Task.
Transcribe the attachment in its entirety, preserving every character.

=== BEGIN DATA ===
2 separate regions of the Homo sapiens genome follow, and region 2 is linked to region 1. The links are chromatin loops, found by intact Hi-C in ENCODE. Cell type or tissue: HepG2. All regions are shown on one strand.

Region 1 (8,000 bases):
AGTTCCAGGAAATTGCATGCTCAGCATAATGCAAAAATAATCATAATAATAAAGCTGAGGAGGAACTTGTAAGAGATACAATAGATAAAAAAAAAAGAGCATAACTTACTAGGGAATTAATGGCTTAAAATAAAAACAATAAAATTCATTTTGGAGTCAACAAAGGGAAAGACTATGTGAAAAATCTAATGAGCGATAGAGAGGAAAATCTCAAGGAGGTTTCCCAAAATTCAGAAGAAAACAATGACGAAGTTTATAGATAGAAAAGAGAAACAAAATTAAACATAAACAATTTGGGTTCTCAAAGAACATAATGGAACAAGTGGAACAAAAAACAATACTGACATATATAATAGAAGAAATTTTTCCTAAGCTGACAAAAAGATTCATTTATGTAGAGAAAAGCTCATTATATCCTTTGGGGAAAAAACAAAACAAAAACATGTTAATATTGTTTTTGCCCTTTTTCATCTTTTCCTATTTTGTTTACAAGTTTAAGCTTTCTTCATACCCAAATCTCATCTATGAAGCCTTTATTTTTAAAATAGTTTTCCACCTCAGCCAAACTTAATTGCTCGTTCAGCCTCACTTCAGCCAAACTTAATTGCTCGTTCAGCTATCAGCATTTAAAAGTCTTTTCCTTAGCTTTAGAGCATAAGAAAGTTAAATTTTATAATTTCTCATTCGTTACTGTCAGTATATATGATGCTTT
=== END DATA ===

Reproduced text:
2 separate regions of the Homo sapiens genome follow, and region 2 is linked to region 1. The links are chromatin loops, found by intact Hi-C in ENCODE. Cell type or tissue: HepG2. All regions are shown on one strand.

Region 1 (8,000 bases):
AGTTCCAGGAAATTGCATGCTCAGCATAATGCAAAAATAATCATAATAATAAAGCTGAGGAGGAACTTGTAAGAGATACAATAGATAAAAAAAAAAGAGCATAACTTACTAGGGAATTAATGGCTTAAAATAAAAACAATAAAATTCATTTTGGAGTCAACAAAGGGAAAGACTATGTGAAAAATCTAATGAGCGATAGAGAGGAAAATCTCAAGGAGGTTTCCCAAAATTCAGAAGAAAACAATGACGAAGTTTATAGATAGAAAAGAGAAACAAAATTAAACATAAACAATTTGGGTTCTCAAAGAACATAATGGAACAAGTGGAACAAAAAACAATACTGACATATATAATAGAAGAAATTTTTCCTAAGCTGACAAAAAGATTCATTTATGTAGAGAAAAGCTCATTATATCCTTTGGGGAAAAAACAAAACAAAAACATGTTAATATTGTTTTTGCCCTTTTTCATCTTTTCCTATTTTGTTTACAAGTTTAAGCTTTCTTCATACCCAAATCTCATCTATGAAGCCTTTATTTTTAAAATAGTTTTCCACCTCAGCCAAACTTAATTGCTCGTTCAGCCTCACTTCAGCCAAACTTAATTGCTCGTTCAGCTATCAGCATTTAAAAGTCTTTTCCTTAGCTTTAGAGCATAAGAAAGTTAAATTTTATAATTTCTCATTCGTTACTGTCAGTATATATGATGCTTT